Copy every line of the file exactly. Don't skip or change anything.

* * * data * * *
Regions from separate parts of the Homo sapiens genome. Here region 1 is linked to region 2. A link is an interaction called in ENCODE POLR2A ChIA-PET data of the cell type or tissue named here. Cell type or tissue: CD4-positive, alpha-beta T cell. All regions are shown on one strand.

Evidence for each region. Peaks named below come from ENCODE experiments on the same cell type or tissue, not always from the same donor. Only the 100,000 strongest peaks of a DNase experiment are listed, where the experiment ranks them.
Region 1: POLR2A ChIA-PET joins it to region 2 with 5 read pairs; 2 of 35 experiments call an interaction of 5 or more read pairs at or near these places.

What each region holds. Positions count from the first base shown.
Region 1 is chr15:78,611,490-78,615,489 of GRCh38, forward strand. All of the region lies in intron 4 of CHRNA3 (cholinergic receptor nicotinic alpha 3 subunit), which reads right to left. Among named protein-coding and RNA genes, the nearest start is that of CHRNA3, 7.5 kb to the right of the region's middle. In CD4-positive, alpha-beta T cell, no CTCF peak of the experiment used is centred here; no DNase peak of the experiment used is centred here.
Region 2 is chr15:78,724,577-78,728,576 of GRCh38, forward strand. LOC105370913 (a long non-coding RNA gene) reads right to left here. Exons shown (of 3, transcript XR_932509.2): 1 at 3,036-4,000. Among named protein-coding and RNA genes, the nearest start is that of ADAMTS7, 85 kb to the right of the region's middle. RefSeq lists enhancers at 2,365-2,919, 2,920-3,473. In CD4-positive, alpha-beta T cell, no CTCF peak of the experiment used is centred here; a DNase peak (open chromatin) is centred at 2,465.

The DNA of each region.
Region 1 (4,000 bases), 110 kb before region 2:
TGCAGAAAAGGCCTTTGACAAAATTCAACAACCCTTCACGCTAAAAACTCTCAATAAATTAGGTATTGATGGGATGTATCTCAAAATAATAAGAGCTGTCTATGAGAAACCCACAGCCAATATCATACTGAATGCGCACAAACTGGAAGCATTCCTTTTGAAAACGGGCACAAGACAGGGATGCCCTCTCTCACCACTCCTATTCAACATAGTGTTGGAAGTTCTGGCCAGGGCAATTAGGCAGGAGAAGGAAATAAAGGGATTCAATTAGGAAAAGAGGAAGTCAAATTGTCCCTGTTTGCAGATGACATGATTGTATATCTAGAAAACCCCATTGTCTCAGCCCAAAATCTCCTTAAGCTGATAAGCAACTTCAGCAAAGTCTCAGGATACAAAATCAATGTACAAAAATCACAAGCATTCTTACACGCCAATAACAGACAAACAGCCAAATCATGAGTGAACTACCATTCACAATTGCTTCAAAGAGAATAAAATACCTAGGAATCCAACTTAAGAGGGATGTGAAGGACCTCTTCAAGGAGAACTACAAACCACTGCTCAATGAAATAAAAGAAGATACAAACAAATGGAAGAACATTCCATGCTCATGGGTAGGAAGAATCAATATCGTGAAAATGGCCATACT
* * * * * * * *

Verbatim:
Regions from separate parts of the Homo sapiens genome. Here region 1 is linked to region 2. A link is an interaction called in ENCODE POLR2A ChIA-PET data of the cell type or tissue named here. Cell type or tissue: CD4-positive, alpha-beta T cell. All regions are shown on one strand.

Evidence for each region. Peaks named below come from ENCODE experiments on the same cell type or tissue, not always from the same donor. Only the 100,000 strongest peaks of a DNase experiment are listed, where the experiment ranks them.
Region 1: POLR2A ChIA-PET joins it to region 2 with 5 read pairs; 2 of 35 experiments call an interaction of 5 or more read pairs at or near these places.

What each region holds. Positions count from the first base shown.
Region 1 is chr15:78,611,490-78,615,489 of GRCh38, forward strand. All of the region lies in intron 4 of CHRNA3 (cholinergic receptor nicotinic alpha 3 subunit), which reads right to left. Among named protein-coding and RNA genes, the nearest start is that of CHRNA3, 7.5 kb to the right of the region's middle. In CD4-positive, alpha-beta T cell, no CTCF peak of the experiment used is centred here; no DNase peak of the experiment used is centred here.
Region 2 is chr15:78,724,577-78,728,576 of GRCh38, forward strand. LOC105370913 (a long non-coding RNA gene) reads right to left here. Exons shown (of 3, transcript XR_932509.2): 1 at 3,036-4,000. Among named protein-coding and RNA genes, the nearest start is that of ADAMTS7, 85 kb to the right of the region's middle. RefSeq lists enhancers at 2,365-2,919, 2,920-3,473. In CD4-positive, alpha-beta T cell, no CTCF peak of the experiment used is centred here; a DNase peak (open chromatin) is centred at 2,465.

The DNA of each region.
Region 1 (4,000 bases), 110 kb before region 2:
TGCAGAAAAGGCCTTTGACAAAATTCAACAACCCTTCACGCTAAAAACTCTCAATAAATTAGGTATTGATGGGATGTATCTCAAAATAATAAGAGCTGTCTATGAGAAACCCACAGCCAATATCATACTGAATGCGCACAAACTGGAAGCATTCCTTTTGAAAACGGGCACAAGACAGGGATGCCCTCTCTCACCACTCCTATTCAACATAGTGTTGGAAGTTCTGGCCAGGGCAATTAGGCAGGAGAAGGAAATAAAGGGATTCAATTAGGAAAAGAGGAAGTCAAATTGTCCCTGTTTGCAGATGACATGATTGTATATCTAGAAAACCCCATTGTCTCAGCCCAAAATCTCCTTAAGCTGATAAGCAACTTCAGCAAAGTCTCAGGATACAAAATCAATGTACAAAAATCACAAGCATTCTTACACGCCAATAACAGACAAACAGCCAAATCATGAGTGAACTACCATTCACAATTGCTTCAAAGAGAATAAAATACCTAGGAATCCAACTTAAGAGGGATGTGAAGGACCTCTTCAAGGAGAACTACAAACCACTGCTCAATGAAATAAAAGAAGATACAAACAAATGGAAGAACATTCCATGCTCATGGGTAGGAAGAATCAATATCGTGAAAATGGCCATACT